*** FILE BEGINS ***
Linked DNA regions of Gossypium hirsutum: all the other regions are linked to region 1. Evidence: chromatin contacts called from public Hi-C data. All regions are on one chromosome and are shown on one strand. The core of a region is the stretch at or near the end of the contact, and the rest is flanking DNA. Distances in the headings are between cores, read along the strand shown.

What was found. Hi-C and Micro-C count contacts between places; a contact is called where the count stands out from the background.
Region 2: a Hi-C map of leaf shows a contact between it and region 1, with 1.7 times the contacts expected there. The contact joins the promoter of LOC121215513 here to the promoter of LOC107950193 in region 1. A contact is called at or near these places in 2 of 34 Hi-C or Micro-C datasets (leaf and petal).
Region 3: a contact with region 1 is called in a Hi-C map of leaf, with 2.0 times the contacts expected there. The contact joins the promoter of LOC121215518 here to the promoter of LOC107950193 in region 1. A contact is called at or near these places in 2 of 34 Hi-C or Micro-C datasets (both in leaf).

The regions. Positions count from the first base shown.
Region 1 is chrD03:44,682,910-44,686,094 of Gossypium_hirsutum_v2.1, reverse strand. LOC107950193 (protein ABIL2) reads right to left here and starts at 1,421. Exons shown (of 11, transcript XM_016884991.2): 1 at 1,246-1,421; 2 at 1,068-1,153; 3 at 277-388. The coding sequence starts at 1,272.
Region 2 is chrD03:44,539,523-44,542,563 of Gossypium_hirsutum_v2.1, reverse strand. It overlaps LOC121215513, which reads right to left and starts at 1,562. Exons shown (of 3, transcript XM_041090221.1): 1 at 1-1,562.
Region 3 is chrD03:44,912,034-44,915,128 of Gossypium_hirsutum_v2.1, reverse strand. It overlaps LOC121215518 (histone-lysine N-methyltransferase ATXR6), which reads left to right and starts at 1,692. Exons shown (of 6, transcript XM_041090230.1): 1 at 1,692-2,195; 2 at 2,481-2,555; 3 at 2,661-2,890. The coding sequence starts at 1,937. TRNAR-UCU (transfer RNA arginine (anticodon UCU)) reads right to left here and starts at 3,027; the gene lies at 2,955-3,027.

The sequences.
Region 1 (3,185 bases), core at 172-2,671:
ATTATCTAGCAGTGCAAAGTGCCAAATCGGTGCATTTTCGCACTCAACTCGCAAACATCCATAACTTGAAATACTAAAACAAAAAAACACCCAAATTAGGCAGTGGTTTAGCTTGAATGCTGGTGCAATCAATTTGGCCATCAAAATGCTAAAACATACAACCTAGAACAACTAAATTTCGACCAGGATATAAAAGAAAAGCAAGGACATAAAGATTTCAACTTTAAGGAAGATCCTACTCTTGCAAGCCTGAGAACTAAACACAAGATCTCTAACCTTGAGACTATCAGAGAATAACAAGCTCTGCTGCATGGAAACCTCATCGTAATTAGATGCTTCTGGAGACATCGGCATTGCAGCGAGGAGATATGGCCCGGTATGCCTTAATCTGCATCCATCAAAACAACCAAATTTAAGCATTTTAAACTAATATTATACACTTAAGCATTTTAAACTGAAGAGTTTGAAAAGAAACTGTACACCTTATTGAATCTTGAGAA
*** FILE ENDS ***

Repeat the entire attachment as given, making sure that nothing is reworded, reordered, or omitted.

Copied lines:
Linked DNA regions of Gossypium hirsutum: all the other regions are linked to region 1. Evidence: chromatin contacts called from public Hi-C data. All regions are on one chromosome and are shown on one strand. The core of a region is the stretch at or near the end of the contact, and the rest is flanking DNA. Distances in the headings are between cores, read along the strand shown.

What was found. Hi-C and Micro-C count contacts between places; a contact is called where the count stands out from the background.
Region 2: a Hi-C map of leaf shows a contact between it and region 1, with 1.7 times the contacts expected there. The contact joins the promoter of LOC121215513 here to the promoter of LOC107950193 in region 1. A contact is called at or near these places in 2 of 34 Hi-C or Micro-C datasets (leaf and petal).
Region 3: a contact with region 1 is called in a Hi-C map of leaf, with 2.0 times the contacts expected there. The contact joins the promoter of LOC121215518 here to the promoter of LOC107950193 in region 1. A contact is called at or near these places in 2 of 34 Hi-C or Micro-C datasets (both in leaf).

The regions. Positions count from the first base shown.
Region 1 is chrD03:44,682,910-44,686,094 of Gossypium_hirsutum_v2.1, reverse strand. LOC107950193 (protein ABIL2) reads right to left here and starts at 1,421. Exons shown (of 11, transcript XM_016884991.2): 1 at 1,246-1,421; 2 at 1,068-1,153; 3 at 277-388. The coding sequence starts at 1,272.
Region 2 is chrD03:44,539,523-44,542,563 of Gossypium_hirsutum_v2.1, reverse strand. It overlaps LOC121215513, which reads right to left and starts at 1,562. Exons shown (of 3, transcript XM_041090221.1): 1 at 1-1,562.
Region 3 is chrD03:44,912,034-44,915,128 of Gossypium_hirsutum_v2.1, reverse strand. It overlaps LOC121215518 (histone-lysine N-methyltransferase ATXR6), which reads left to right and starts at 1,692. Exons shown (of 6, transcript XM_041090230.1): 1 at 1,692-2,195; 2 at 2,481-2,555; 3 at 2,661-2,890. The coding sequence starts at 1,937. TRNAR-UCU (transfer RNA arginine (anticodon UCU)) reads right to left here and starts at 3,027; the gene lies at 2,955-3,027.

The sequences.
Region 1 (3,185 bases), core at 172-2,671:
ATTATCTAGCAGTGCAAAGTGCCAAATCGGTGCATTTTCGCACTCAACTCGCAAACATCCATAACTTGAAATACTAAAACAAAAAAACACCCAAATTAGGCAGTGGTTTAGCTTGAATGCTGGTGCAATCAATTTGGCCATCAAAATGCTAAAACATACAACCTAGAACAACTAAATTTCGACCAGGATATAAAAGAAAAGCAAGGACATAAAGATTTCAACTTTAAGGAAGATCCTACTCTTGCAAGCCTGAGAACTAAACACAAGATCTCTAACCTTGAGACTATCAGAGAATAACAAGCTCTGCTGCATGGAAACCTCATCGTAATTAGATGCTTCTGGAGACATCGGCATTGCAGCGAGGAGATATGGCCCGGTATGCCTTAATCTGCATCCATCAAAACAACCAAATTTAAGCATTTTAAACTAATATTATACACTTAAGCATTTTAAACTGAAGAGTTTGAAAAGAAACTGTACACCTTATTGAATCTTGAGAA